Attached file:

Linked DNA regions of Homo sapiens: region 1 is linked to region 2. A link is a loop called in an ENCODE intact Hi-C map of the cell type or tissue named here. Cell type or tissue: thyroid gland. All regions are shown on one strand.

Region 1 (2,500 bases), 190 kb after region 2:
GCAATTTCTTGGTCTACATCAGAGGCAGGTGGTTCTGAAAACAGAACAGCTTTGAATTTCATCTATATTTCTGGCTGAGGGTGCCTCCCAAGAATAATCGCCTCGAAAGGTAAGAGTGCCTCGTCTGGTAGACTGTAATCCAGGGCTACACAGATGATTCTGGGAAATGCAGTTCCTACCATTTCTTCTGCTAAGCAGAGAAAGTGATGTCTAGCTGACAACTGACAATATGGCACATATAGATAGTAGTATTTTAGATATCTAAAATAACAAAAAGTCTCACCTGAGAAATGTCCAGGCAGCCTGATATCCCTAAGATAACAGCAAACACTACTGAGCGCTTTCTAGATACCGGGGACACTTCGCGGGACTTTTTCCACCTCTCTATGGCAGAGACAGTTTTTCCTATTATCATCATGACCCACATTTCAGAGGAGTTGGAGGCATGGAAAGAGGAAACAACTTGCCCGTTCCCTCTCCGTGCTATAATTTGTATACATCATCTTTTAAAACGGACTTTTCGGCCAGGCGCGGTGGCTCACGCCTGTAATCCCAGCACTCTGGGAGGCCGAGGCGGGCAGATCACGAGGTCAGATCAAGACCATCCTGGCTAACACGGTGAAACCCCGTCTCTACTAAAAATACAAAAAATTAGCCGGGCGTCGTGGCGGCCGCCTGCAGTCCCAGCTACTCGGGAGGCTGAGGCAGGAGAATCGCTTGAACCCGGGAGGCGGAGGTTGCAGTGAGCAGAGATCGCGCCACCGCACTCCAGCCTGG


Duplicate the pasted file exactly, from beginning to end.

Linked DNA regions of Homo sapiens: region 1 is linked to region 2. A link is a loop called in an ENCODE intact Hi-C map of the cell type or tissue named here. Cell type or tissue: thyroid gland. All regions are shown on one strand.

Region 1 (2,500 bases), 190 kb after region 2:
GCAATTTCTTGGTCTACATCAGAGGCAGGTGGTTCTGAAAACAGAACAGCTTTGAATTTCATCTATATTTCTGGCTGAGGGTGCCTCCCAAGAATAATCGCCTCGAAAGGTAAGAGTGCCTCGTCTGGTAGACTGTAATCCAGGGCTACACAGATGATTCTGGGAAATGCAGTTCCTACCATTTCTTCTGCTAAGCAGAGAAAGTGATGTCTAGCTGACAACTGACAATATGGCACATATAGATAGTAGTATTTTAGATATCTAAAATAACAAAAAGTCTCACCTGAGAAATGTCCAGGCAGCCTGATATCCCTAAGATAACAGCAAACACTACTGAGCGCTTTCTAGATACCGGGGACACTTCGCGGGACTTTTTCCACCTCTCTATGGCAGAGACAGTTTTTCCTATTATCATCATGACCCACATTTCAGAGGAGTTGGAGGCATGGAAAGAGGAAACAACTTGCCCGTTCCCTCTCCGTGCTATAATTTGTATACATCATCTTTTAAAACGGACTTTTCGGCCAGGCGCGGTGGCTCACGCCTGTAATCCCAGCACTCTGGGAGGCCGAGGCGGGCAGATCACGAGGTCAGATCAAGACCATCCTGGCTAACACGGTGAAACCCCGTCTCTACTAAAAATACAAAAAATTAGCCGGGCGTCGTGGCGGCCGCCTGCAGTCCCAGCTACTCGGGAGGCTGAGGCAGGAGAATCGCTTGAACCCGGGAGGCGGAGGTTGCAGTGAGCAGAGATCGCGCCACCGCACTCCAGCCTGG